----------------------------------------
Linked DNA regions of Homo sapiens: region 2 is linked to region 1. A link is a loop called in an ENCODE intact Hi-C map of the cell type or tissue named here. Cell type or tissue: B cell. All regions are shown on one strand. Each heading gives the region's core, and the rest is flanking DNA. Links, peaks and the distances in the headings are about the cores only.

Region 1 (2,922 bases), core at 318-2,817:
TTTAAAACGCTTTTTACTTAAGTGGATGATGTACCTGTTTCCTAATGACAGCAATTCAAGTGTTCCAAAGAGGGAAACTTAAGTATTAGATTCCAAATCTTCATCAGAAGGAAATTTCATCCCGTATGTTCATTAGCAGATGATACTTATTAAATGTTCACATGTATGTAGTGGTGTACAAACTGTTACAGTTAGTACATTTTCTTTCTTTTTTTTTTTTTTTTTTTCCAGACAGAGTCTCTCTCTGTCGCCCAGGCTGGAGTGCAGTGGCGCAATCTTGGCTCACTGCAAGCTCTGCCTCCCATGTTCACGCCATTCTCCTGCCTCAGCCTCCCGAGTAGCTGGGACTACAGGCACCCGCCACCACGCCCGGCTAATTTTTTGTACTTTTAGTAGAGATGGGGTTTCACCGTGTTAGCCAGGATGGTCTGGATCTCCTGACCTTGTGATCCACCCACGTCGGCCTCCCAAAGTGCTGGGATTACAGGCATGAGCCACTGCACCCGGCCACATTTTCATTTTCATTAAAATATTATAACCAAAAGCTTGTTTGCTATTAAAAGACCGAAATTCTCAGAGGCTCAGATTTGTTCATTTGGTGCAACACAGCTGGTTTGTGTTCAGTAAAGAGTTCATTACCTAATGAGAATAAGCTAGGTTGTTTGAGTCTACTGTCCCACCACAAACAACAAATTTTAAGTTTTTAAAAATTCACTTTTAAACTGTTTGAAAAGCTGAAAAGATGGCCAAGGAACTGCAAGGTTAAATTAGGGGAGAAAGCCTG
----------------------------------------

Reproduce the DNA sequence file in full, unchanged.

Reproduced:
Linked DNA regions of Homo sapiens: region 2 is linked to region 1. A link is a loop called in an ENCODE intact Hi-C map of the cell type or tissue named here. Cell type or tissue: B cell. All regions are shown on one strand. Each heading gives the region's core, and the rest is flanking DNA. Links, peaks and the distances in the headings are about the cores only.

Region 1 (2,922 bases), core at 318-2,817:
TTTAAAACGCTTTTTACTTAAGTGGATGATGTACCTGTTTCCTAATGACAGCAATTCAAGTGTTCCAAAGAGGGAAACTTAAGTATTAGATTCCAAATCTTCATCAGAAGGAAATTTCATCCCGTATGTTCATTAGCAGATGATACTTATTAAATGTTCACATGTATGTAGTGGTGTACAAACTGTTACAGTTAGTACATTTTCTTTCTTTTTTTTTTTTTTTTTTTCCAGACAGAGTCTCTCTCTGTCGCCCAGGCTGGAGTGCAGTGGCGCAATCTTGGCTCACTGCAAGCTCTGCCTCCCATGTTCACGCCATTCTCCTGCCTCAGCCTCCCGAGTAGCTGGGACTACAGGCACCCGCCACCACGCCCGGCTAATTTTTTGTACTTTTAGTAGAGATGGGGTTTCACCGTGTTAGCCAGGATGGTCTGGATCTCCTGACCTTGTGATCCACCCACGTCGGCCTCCCAAAGTGCTGGGATTACAGGCATGAGCCACTGCACCCGGCCACATTTTCATTTTCATTAAAATATTATAACCAAAAGCTTGTTTGCTATTAAAAGACCGAAATTCTCAGAGGCTCAGATTTGTTCATTTGGTGCAACACAGCTGGTTTGTGTTCAGTAAAGAGTTCATTACCTAATGAGAATAAGCTAGGTTGTTTGAGTCTACTGTCCCACCACAAACAACAAATTTTAAGTTTTTAAAAATTCACTTTTAAACTGTTTGAAAAGCTGAAAAGATGGCCAAGGAACTGCAAGGTTAAATTAGGGGAGAAAGCCTG